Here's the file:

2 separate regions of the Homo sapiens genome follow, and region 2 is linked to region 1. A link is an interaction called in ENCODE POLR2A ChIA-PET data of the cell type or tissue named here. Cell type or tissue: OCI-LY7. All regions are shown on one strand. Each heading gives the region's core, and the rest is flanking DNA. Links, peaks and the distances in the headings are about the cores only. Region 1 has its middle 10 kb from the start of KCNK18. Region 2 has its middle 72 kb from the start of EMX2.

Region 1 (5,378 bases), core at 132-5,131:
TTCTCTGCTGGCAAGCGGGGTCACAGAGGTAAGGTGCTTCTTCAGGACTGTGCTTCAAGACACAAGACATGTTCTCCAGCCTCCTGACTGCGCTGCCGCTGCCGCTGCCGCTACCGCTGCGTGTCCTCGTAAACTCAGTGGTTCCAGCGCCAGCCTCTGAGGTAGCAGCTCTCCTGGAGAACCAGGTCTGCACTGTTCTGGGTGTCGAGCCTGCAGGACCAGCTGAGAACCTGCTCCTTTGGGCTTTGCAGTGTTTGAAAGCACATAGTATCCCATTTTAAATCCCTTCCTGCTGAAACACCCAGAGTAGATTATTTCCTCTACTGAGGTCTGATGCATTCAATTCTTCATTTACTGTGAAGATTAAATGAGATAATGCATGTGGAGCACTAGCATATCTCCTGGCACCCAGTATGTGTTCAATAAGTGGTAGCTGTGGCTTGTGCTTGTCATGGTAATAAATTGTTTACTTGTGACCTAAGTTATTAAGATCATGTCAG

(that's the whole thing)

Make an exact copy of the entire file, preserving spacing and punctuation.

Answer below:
2 separate regions of the Homo sapiens genome follow, and region 2 is linked to region 1. A link is an interaction called in ENCODE POLR2A ChIA-PET data of the cell type or tissue named here. Cell type or tissue: OCI-LY7. All regions are shown on one strand. Each heading gives the region's core, and the rest is flanking DNA. Links, peaks and the distances in the headings are about the cores only. Region 1 has its middle 10 kb from the start of KCNK18. Region 2 has its middle 72 kb from the start of EMX2.

Region 1 (5,378 bases), core at 132-5,131:
TTCTCTGCTGGCAAGCGGGGTCACAGAGGTAAGGTGCTTCTTCAGGACTGTGCTTCAAGACACAAGACATGTTCTCCAGCCTCCTGACTGCGCTGCCGCTGCCGCTGCCGCTACCGCTGCGTGTCCTCGTAAACTCAGTGGTTCCAGCGCCAGCCTCTGAGGTAGCAGCTCTCCTGGAGAACCAGGTCTGCACTGTTCTGGGTGTCGAGCCTGCAGGACCAGCTGAGAACCTGCTCCTTTGGGCTTTGCAGTGTTTGAAAGCACATAGTATCCCATTTTAAATCCCTTCCTGCTGAAACACCCAGAGTAGATTATTTCCTCTACTGAGGTCTGATGCATTCAATTCTTCATTTACTGTGAAGATTAAATGAGATAATGCATGTGGAGCACTAGCATATCTCCTGGCACCCAGTATGTGTTCAATAAGTGGTAGCTGTGGCTTGTGCTTGTCATGGTAATAAATTGTTTACTTGTGACCTAAGTTATTAAGATCATGTCAG